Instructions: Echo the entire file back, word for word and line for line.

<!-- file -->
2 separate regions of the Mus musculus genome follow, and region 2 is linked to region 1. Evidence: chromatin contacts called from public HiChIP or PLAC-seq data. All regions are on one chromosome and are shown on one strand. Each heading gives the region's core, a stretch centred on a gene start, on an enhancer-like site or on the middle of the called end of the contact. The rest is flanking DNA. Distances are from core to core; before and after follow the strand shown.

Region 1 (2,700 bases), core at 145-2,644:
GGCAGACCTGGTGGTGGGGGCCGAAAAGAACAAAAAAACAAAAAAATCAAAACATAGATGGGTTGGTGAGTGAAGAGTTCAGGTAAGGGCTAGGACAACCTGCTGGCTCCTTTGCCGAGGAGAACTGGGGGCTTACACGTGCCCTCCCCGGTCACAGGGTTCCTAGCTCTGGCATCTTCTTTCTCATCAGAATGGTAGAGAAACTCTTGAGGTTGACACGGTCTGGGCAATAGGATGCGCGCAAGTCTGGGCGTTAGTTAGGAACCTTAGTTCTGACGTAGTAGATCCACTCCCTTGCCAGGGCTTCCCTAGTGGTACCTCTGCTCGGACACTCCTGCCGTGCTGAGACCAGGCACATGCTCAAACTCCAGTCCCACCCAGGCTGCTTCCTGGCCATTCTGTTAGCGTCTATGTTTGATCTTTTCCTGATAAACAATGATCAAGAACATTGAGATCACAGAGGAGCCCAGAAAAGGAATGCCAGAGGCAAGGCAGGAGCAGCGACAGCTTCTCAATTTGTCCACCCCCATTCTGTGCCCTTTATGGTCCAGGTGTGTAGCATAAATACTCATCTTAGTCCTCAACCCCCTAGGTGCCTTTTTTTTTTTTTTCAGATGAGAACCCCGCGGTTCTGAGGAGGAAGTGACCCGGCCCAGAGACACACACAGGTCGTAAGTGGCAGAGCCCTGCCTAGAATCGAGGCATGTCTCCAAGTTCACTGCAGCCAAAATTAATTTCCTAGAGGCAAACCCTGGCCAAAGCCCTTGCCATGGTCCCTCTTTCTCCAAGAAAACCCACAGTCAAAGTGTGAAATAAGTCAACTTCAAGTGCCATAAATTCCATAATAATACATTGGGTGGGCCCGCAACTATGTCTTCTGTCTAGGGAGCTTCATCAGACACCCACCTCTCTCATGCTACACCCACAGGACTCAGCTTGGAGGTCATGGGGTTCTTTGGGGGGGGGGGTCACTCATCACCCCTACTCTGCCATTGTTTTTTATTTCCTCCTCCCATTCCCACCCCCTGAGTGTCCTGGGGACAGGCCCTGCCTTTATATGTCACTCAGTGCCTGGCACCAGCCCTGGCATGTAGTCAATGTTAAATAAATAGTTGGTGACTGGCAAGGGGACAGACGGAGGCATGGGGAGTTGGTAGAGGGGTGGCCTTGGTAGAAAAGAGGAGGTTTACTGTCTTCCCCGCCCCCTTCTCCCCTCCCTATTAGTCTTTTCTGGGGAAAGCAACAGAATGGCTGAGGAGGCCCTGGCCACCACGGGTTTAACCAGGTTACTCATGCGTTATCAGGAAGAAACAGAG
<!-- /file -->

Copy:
2 separate regions of the Mus musculus genome follow, and region 2 is linked to region 1. Evidence: chromatin contacts called from public HiChIP or PLAC-seq data. All regions are on one chromosome and are shown on one strand. Each heading gives the region's core, a stretch centred on a gene start, on an enhancer-like site or on the middle of the called end of the contact. The rest is flanking DNA. Distances are from core to core; before and after follow the strand shown.

Region 1 (2,700 bases), core at 145-2,644:
GGCAGACCTGGTGGTGGGGGCCGAAAAGAACAAAAAAACAAAAAAATCAAAACATAGATGGGTTGGTGAGTGAAGAGTTCAGGTAAGGGCTAGGACAACCTGCTGGCTCCTTTGCCGAGGAGAACTGGGGGCTTACACGTGCCCTCCCCGGTCACAGGGTTCCTAGCTCTGGCATCTTCTTTCTCATCAGAATGGTAGAGAAACTCTTGAGGTTGACACGGTCTGGGCAATAGGATGCGCGCAAGTCTGGGCGTTAGTTAGGAACCTTAGTTCTGACGTAGTAGATCCACTCCCTTGCCAGGGCTTCCCTAGTGGTACCTCTGCTCGGACACTCCTGCCGTGCTGAGACCAGGCACATGCTCAAACTCCAGTCCCACCCAGGCTGCTTCCTGGCCATTCTGTTAGCGTCTATGTTTGATCTTTTCCTGATAAACAATGATCAAGAACATTGAGATCACAGAGGAGCCCAGAAAAGGAATGCCAGAGGCAAGGCAGGAGCAGCGACAGCTTCTCAATTTGTCCACCCCCATTCTGTGCCCTTTATGGTCCAGGTGTGTAGCATAAATACTCATCTTAGTCCTCAACCCCCTAGGTGCCTTTTTTTTTTTTTTCAGATGAGAACCCCGCGGTTCTGAGGAGGAAGTGACCCGGCCCAGAGACACACACAGGTCGTAAGTGGCAGAGCCCTGCCTAGAATCGAGGCATGTCTCCAAGTTCACTGCAGCCAAAATTAATTTCCTAGAGGCAAACCCTGGCCAAAGCCCTTGCCATGGTCCCTCTTTCTCCAAGAAAACCCACAGTCAAAGTGTGAAATAAGTCAACTTCAAGTGCCATAAATTCCATAATAATACATTGGGTGGGCCCGCAACTATGTCTTCTGTCTAGGGAGCTTCATCAGACACCCACCTCTCTCATGCTACACCCACAGGACTCAGCTTGGAGGTCATGGGGTTCTTTGGGGGGGGGGGTCACTCATCACCCCTACTCTGCCATTGTTTTTTATTTCCTCCTCCCATTCCCACCCCCTGAGTGTCCTGGGGACAGGCCCTGCCTTTATATGTCACTCAGTGCCTGGCACCAGCCCTGGCATGTAGTCAATGTTAAATAAATAGTTGGTGACTGGCAAGGGGACAGACGGAGGCATGGGGAGTTGGTAGAGGGGTGGCCTTGGTAGAAAAGAGGAGGTTTACTGTCTTCCCCGCCCCCTTCTCCCCTCCCTATTAGTCTTTTCTGGGGAAAGCAACAGAATGGCTGAGGAGGCCCTGGCCACCACGGGTTTAACCAGGTTACTCATGCGTTATCAGGAAGAAACAGAG